FIGS. 1 and 2 illustrate, typically, how the signal device 14 may be positionally attached to the door 12 of an ordinary mailbox 10. As illustrated, the signal arm bracket 16 is attached, as by sheet metal screws for example, centrally along a lowermost marginal portion of the door 12 so that the signal arm member 15 will lean backwardly to abut at its upper edge against an upper portion of the door when said signal arm member is in its normal, upwardly-directed, non-signaling position. Upon opening the door with use of the handle 13 for the insertion delivery of mail, a position in the downward swinging of the door 12 will be reached, as illustrated in FIG. 2, whereat the center of gravity of the signal arm member 15 will pass to the right of its pivotal axis (as illustrated in FIG. 2) whereupon said signal arm member will fall in an arc from the upper, non-signalling position as represented by the broken-line representation thereof, to the downward-hanging position indicated by the full-line representation thereof, where it will remain until manually returned to the upward position again. It will thus be apparent that nothing need be done by the mailman upon making his delivery to set the signal device in operation, as it is accomplished automatically upon opening of the mailbox door. The signal arm member 15, having swung to its lower, hanging position indicative of mail delivery, can be seen at a distance in this position, thereby notifying the mail recipient that a delivery has been made. After picking up the mail the recipient need only swing it to the upward, non-indicating position again, ready for indicating the next delivery.
As illustrated in FIGS. 1, 2, and 4 a generally Z-shaped angular rotating latch member 25 may be pivotally secured to the mailbox door just above the resting position of the signal arm member head portion 18 for optional use in rendering the signal device inoperative whenever desired. Thus, as illustrated in FIG. 4, the latch member 25 pivotally attached to the door as by rivet 26 can be manually turned using outwardly-projecting portion 27 as a handle, until it is in overlapping relation with respect to an upper end portion of the signal arm member 15, thereby preventing its falling no matter how far mailbox door 12 is opened. Attachment of the latch member 25 will be such that it will be retained by friction in its adjusted position.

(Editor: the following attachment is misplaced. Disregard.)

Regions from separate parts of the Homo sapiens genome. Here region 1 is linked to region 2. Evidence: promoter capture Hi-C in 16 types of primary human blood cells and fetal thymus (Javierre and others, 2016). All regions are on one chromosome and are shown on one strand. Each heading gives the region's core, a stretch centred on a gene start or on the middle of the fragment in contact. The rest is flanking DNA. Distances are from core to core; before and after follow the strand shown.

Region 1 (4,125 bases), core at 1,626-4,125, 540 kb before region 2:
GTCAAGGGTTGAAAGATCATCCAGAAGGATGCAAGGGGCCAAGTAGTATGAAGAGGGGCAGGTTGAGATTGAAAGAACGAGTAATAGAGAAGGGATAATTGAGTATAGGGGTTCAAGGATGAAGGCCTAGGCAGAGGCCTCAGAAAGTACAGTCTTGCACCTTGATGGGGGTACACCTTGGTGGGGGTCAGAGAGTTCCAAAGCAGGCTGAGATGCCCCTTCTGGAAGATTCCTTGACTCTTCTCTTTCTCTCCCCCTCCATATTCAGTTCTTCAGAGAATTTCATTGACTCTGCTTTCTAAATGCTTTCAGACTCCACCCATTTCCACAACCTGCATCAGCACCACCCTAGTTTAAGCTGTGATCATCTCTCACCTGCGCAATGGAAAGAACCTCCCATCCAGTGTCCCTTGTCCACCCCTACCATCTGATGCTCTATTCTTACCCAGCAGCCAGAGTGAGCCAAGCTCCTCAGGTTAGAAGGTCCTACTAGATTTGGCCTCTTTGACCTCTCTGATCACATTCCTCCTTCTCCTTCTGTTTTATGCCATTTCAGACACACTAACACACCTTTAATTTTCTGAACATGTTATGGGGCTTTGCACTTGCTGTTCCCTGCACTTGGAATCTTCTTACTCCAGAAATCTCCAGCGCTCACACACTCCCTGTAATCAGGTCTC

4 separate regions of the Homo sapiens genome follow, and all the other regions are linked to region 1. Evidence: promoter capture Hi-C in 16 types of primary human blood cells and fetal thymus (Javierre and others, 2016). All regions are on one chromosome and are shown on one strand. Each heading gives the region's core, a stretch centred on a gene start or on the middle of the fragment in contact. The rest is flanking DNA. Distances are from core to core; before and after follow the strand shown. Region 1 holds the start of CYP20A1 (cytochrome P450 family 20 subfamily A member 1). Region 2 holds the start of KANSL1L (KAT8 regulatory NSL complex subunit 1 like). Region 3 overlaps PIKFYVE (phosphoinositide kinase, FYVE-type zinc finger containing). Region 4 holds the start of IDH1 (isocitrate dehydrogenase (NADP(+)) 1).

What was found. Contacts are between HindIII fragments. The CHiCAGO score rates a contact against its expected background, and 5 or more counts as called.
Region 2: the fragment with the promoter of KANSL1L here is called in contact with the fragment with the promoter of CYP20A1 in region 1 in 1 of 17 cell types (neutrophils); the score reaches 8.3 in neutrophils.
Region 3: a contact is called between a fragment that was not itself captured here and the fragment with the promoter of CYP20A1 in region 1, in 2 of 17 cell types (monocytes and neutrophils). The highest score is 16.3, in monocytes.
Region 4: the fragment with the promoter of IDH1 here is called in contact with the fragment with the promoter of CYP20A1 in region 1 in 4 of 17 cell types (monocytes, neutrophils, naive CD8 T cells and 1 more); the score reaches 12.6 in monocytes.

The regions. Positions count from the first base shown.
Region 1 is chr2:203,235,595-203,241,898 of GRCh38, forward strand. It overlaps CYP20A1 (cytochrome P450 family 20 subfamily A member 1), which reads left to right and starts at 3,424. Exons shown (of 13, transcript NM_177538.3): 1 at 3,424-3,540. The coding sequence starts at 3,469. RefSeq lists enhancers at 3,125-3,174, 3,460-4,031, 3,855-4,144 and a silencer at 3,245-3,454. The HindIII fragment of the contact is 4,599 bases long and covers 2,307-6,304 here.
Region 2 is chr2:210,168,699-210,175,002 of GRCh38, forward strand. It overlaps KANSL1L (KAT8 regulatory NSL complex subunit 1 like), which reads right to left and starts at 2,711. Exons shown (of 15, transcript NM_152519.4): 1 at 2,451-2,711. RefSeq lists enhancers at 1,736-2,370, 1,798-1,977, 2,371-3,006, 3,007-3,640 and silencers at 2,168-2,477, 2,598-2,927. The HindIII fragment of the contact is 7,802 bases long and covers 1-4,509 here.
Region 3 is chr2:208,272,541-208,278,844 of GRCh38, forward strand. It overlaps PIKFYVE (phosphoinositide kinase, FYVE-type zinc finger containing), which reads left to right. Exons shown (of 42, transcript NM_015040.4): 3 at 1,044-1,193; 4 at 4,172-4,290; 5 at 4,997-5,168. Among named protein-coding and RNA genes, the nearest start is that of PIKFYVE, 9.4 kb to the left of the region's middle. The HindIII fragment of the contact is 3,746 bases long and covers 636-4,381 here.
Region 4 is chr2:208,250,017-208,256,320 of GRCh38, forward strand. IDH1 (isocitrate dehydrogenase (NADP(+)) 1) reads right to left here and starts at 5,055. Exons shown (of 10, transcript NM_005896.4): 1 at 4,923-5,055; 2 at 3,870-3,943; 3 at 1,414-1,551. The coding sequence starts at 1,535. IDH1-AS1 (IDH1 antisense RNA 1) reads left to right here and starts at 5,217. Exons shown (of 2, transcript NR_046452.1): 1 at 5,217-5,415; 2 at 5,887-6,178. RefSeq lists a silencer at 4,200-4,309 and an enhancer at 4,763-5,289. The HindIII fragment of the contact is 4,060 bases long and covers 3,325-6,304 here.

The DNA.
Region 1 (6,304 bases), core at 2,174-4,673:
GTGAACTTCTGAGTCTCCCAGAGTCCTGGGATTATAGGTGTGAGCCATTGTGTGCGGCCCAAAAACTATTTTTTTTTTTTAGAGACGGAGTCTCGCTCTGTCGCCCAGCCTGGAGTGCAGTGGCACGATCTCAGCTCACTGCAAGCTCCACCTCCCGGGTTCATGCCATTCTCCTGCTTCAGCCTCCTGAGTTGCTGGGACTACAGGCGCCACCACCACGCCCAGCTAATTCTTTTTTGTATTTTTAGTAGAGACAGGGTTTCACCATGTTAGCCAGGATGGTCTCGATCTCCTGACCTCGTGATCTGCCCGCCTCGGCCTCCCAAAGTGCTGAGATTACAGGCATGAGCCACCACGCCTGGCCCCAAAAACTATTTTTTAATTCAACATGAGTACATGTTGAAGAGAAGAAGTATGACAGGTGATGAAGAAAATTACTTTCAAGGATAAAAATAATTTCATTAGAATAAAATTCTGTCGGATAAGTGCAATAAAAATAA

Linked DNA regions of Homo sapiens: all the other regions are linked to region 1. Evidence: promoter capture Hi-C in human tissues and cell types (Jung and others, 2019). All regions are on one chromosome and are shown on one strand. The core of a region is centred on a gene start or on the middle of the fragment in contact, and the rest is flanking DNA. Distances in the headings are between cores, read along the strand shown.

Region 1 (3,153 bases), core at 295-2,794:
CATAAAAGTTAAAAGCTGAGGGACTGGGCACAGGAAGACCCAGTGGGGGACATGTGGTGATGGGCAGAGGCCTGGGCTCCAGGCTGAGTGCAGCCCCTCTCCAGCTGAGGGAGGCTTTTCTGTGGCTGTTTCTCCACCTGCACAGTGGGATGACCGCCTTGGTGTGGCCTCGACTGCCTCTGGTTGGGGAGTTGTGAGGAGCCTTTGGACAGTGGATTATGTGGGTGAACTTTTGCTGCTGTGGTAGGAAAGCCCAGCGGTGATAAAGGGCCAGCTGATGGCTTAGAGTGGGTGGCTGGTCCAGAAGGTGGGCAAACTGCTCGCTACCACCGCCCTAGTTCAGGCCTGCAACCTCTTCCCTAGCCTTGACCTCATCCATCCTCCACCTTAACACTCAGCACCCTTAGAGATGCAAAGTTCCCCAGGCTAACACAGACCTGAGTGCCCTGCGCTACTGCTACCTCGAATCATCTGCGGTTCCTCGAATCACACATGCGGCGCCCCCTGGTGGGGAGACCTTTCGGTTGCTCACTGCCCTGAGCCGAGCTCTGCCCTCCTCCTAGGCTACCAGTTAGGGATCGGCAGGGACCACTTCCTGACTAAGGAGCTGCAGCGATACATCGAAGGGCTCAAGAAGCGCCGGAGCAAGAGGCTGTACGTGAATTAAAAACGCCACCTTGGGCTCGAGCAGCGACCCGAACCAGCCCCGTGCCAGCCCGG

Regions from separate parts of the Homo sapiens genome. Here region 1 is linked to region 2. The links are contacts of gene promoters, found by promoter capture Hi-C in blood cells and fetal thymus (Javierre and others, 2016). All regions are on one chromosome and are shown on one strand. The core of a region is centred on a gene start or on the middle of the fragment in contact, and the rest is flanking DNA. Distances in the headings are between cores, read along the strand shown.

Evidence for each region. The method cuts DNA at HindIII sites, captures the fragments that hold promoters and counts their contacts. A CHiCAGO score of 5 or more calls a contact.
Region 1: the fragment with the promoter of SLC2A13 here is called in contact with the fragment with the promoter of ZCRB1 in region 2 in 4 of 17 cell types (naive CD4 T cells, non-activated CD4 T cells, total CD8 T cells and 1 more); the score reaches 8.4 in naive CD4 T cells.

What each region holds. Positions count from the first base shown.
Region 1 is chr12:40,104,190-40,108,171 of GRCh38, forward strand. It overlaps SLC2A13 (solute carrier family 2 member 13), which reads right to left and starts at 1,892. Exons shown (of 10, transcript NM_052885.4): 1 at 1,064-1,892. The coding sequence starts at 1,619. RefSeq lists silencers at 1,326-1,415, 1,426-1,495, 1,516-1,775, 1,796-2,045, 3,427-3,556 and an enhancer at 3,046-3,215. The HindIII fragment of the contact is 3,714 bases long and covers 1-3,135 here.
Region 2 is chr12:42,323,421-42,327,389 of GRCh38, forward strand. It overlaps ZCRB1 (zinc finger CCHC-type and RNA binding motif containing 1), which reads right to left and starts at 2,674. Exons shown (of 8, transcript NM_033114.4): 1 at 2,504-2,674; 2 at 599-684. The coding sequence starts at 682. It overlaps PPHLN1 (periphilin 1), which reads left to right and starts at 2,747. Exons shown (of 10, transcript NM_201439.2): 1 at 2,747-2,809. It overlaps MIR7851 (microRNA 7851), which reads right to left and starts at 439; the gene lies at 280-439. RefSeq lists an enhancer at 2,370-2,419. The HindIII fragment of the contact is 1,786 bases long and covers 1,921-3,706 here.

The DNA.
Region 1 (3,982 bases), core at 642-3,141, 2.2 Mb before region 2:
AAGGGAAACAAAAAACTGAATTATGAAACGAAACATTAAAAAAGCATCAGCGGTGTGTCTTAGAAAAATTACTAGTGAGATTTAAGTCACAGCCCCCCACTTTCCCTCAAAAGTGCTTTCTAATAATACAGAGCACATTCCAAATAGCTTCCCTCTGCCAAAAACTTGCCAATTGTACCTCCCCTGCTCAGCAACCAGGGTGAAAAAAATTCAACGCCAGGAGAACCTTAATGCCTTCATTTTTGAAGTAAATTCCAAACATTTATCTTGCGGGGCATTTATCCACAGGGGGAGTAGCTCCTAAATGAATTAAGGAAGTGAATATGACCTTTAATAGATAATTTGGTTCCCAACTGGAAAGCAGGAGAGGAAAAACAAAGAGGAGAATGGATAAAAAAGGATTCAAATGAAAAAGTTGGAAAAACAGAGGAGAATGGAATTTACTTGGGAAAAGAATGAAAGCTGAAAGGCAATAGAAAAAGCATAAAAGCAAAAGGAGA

FIG. 5 illustrates a modified installation of the signal device 14 for use in instances where the mailbox is supported on a large pedestal such as a large brick foundation P, for example, so that the line of vision from underneath is obscured. In such instances the signal arm bracket member 25 will be secured at an angle near one or the other corner of the mailbox door so that, upon the opening of the door for the delivery of mail, the signal arm member 15 will fall to one side of the mailbox, rather than under, where it can readily be seen from the rear when viewed from the same side. Thus, as illustrated in FIG. 5, the released signal arm member 15a as illustrated by the broken-line representation thereof can readily be seen by an observer behind and to the left of the mailbox, despite the massive pedestal P upon which the mailbox is supported. In a similar manner the signal arm bracket member could be placed in the opposite lower corner of the door to fall to the right and thereby signal a recipient observing from the rear right of the mailbox as illustrated in FIG. 5.
FIG. 6 illustrates a modified form of the invention wherein, instead of using a stand-off signal arm bracket member to achieve backward leaning of the signal arm member 15 as illustrated in FIGS. 1 through 5, the mailbox 10a has an inclined front access opening such that the front door 12a, instead of being substantially vertical when in closed position, has passed beyond the vertical at an acute angle which will preferably be less than 45 circular degrees. The signal arm member 15a can thus be swingably secured along the lower edge of the door 12a, or at either corner as described above, with use of an ordinary utility hinge 28. As illustrated, one leaf 28a of the utility hinge is secured along the bottom of the signal arm member 15a, such as by spot welding for example, and the other hinge leaf 28b is affixed to the mailbox door 12a, such as by sheet metal screws.
In operation, it will be understood that when in non-signalling position signal arm member 15a will lean backwardly against the mailbox door 12a. Upon opening the door, when it is swung beyond vertical position in the outward direction, the signal arm member 15a will swing about its hinge into the downward or signalling position. It will be understood of course that the hinge 28 will be loose enough about its pivotal axis to permit such free swinging of the signal arm member. As in the embodiment of the invention as illustrated in FIGS. 1 through 5, a rotary latch 25 may be provided for selective use in rendering the signal device inoperative for any reason.
While I have illustrated and described herein only two forms in which my invention can conveniently be embodied in practice, it is to be understood that these forms are presented by way of example only and not in a limiting sense. My invention, in brief, comprises all the embodiments and modifications coming within the scope and spirit of the following claims.
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|U.S. Classification||232/35, 232/1.00C|